Skulls and Indians and Choppers, Oh My! A Profile of Spring '90 Artist Wes Lang
By Blair Jackson
The original artwork gracing the cover of the new Spring 1990 box, and others spread throughout the beautiful and informative book included in the package, are the work of a Brooklyn-based artist named Wes Lang. The images range from rapier-wielding and chopper-riding skeletons, to rough-hewn variants on familiar Dead iconography, girls and whimsical treatments of song titles and lyric fragments. His work combines a loose “fan art” approach with a skilled draftsman’s eye for detail, and the emotional underpinnings of his art—grim to light—speak to his influences, from biker and tattoo art, masters of ’60s San Francisco rock posters and artists such as Jean-Michel Basquiat and Francis Bacon.
Working on the box was a dream-come-true for Lang, who has been a devoted Dead Head since one of the teachers in his Chatham, New Jersey high school, Mark Laichtman, took him to his first show at Long Island’s Nassau Coliseum on March 30, 1990—coincidentally, one of the shows selected for this box. “That was it,” he says. “I kept a little book with all my ticket stubs and set lists and stuff, and as far as I can tell, I saw them 74 times in the stretch from ’90 until Jerry passed. I saw them up and down the East Coast, out West. I was there for the ‘Here Comes Sunshine’ [revival] at Compton Terrace [in 1992]. I saw ’em in Oakland.”
Although Wes describes his picturesque New Jersey hometown, half an hour west of Manhattan, as "an extremely heavy Dead town,” he didn’t discover them early on. “My father owned a used record store when I was growing up and he’s super into jazz,” he relates, “so I grew up going to a lot of jazz shows with him; we’d go into [NYC] all the time. So,of course I went the opposite direction with my musical tastes, and as soon as I was allowed to pick things, it was punk stuff. I was into the Misfits, Bad Brains, The Cramps—the other side of music. I was also way into skateboarding and all that.” But he wasn’t only into punk—his teacher also took him to see Rush and Deep Purple, among other groups.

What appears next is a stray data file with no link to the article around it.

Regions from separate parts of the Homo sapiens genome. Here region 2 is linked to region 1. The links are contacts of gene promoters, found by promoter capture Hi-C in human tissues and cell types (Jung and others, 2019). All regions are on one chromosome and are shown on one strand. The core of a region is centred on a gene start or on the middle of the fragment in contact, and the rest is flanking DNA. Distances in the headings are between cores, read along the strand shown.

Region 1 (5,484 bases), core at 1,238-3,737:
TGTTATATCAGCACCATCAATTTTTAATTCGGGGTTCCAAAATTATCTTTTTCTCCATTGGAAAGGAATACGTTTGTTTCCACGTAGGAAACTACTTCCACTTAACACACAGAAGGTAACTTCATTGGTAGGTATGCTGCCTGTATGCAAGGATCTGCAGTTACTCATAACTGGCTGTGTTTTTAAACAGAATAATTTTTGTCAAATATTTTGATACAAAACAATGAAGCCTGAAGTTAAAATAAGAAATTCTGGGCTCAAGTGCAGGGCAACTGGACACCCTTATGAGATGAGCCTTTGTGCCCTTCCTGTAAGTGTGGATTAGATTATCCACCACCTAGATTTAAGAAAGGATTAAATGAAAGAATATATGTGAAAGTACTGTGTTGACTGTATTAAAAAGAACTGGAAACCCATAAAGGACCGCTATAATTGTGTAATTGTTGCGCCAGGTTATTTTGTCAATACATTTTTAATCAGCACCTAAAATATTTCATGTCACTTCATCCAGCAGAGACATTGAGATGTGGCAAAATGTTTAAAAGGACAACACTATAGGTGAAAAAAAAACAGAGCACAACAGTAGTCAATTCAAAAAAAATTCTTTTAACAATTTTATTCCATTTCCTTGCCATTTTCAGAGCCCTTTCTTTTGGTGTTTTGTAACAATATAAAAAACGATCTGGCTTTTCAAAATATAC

Asked whether getting into the Dead and the surrounding hippie scene conflicted with his punkish lifestyle, he laughs and says, “Oh, yeah. I definitely had a shift in consciousness. To be honest, I got sick of being pissed off all the time. I went from being angry and getting into fights and being nuts to, well, when I got into the Dead, everything kind of calmed down for me. I got into reading the Carlos Castaneda books [the famous “Don Juan” series about a man’s psychedelic encounters with a mystical shaman], and I got into Ram Dass and reading other things, and my brain just kind of shifted—it changed me.”
He started drawing when he was young, but it didn’t occur to him then that he could make a living from art. In fact, he says, “When I was about 24, I had a sign painting business—hand-lettered signs—but again, something shifted in me, and then I really pursued how to become a professional artist. Within a few years, I started having shows in New York City, and it has been great since then." He says he nearly always creates his art listening to Dead music; another favorite is the Memphis country-punk band Lucero.